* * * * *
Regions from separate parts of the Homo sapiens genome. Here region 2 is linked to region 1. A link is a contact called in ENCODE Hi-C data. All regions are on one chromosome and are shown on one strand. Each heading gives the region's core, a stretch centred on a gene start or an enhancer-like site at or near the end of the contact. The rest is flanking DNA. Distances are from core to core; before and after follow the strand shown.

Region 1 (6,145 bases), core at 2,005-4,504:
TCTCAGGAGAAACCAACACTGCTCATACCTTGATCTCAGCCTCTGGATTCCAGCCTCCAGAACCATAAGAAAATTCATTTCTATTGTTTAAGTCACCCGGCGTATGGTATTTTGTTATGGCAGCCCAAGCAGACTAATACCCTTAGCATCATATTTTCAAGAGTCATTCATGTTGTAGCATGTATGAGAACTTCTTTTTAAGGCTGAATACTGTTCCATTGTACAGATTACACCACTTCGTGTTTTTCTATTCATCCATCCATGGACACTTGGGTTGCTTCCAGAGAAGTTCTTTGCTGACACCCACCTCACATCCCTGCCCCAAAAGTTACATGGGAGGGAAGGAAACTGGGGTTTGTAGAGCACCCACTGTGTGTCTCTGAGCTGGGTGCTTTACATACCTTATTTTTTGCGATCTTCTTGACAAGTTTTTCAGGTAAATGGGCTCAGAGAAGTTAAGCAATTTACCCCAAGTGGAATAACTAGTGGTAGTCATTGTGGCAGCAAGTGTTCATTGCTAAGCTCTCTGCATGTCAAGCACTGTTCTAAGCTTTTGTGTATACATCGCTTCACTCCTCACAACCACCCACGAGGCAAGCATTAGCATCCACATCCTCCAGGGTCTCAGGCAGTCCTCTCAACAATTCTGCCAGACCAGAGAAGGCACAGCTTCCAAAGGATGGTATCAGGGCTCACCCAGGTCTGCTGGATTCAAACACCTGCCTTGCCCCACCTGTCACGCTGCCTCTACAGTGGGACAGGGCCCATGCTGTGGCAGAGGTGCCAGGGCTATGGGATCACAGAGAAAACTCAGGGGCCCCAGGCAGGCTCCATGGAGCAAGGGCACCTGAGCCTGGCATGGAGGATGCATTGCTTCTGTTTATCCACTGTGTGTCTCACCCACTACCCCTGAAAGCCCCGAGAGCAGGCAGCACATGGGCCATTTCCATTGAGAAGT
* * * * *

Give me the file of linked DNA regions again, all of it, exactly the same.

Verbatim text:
Regions from separate parts of the Homo sapiens genome. Here region 2 is linked to region 1. A link is a contact called in ENCODE Hi-C data. All regions are on one chromosome and are shown on one strand. Each heading gives the region's core, a stretch centred on a gene start or an enhancer-like site at or near the end of the contact. The rest is flanking DNA. Distances are from core to core; before and after follow the strand shown.

Region 1 (6,145 bases), core at 2,005-4,504:
TCTCAGGAGAAACCAACACTGCTCATACCTTGATCTCAGCCTCTGGATTCCAGCCTCCAGAACCATAAGAAAATTCATTTCTATTGTTTAAGTCACCCGGCGTATGGTATTTTGTTATGGCAGCCCAAGCAGACTAATACCCTTAGCATCATATTTTCAAGAGTCATTCATGTTGTAGCATGTATGAGAACTTCTTTTTAAGGCTGAATACTGTTCCATTGTACAGATTACACCACTTCGTGTTTTTCTATTCATCCATCCATGGACACTTGGGTTGCTTCCAGAGAAGTTCTTTGCTGACACCCACCTCACATCCCTGCCCCAAAAGTTACATGGGAGGGAAGGAAACTGGGGTTTGTAGAGCACCCACTGTGTGTCTCTGAGCTGGGTGCTTTACATACCTTATTTTTTGCGATCTTCTTGACAAGTTTTTCAGGTAAATGGGCTCAGAGAAGTTAAGCAATTTACCCCAAGTGGAATAACTAGTGGTAGTCATTGTGGCAGCAAGTGTTCATTGCTAAGCTCTCTGCATGTCAAGCACTGTTCTAAGCTTTTGTGTATACATCGCTTCACTCCTCACAACCACCCACGAGGCAAGCATTAGCATCCACATCCTCCAGGGTCTCAGGCAGTCCTCTCAACAATTCTGCCAGACCAGAGAAGGCACAGCTTCCAAAGGATGGTATCAGGGCTCACCCAGGTCTGCTGGATTCAAACACCTGCCTTGCCCCACCTGTCACGCTGCCTCTACAGTGGGACAGGGCCCATGCTGTGGCAGAGGTGCCAGGGCTATGGGATCACAGAGAAAACTCAGGGGCCCCAGGCAGGCTCCATGGAGCAAGGGCACCTGAGCCTGGCATGGAGGATGCATTGCTTCTGTTTATCCACTGTGTGTCTCACCCACTACCCCTGAAAGCCCCGAGAGCAGGCAGCACATGGGCCATTTCCATTGAGAAGT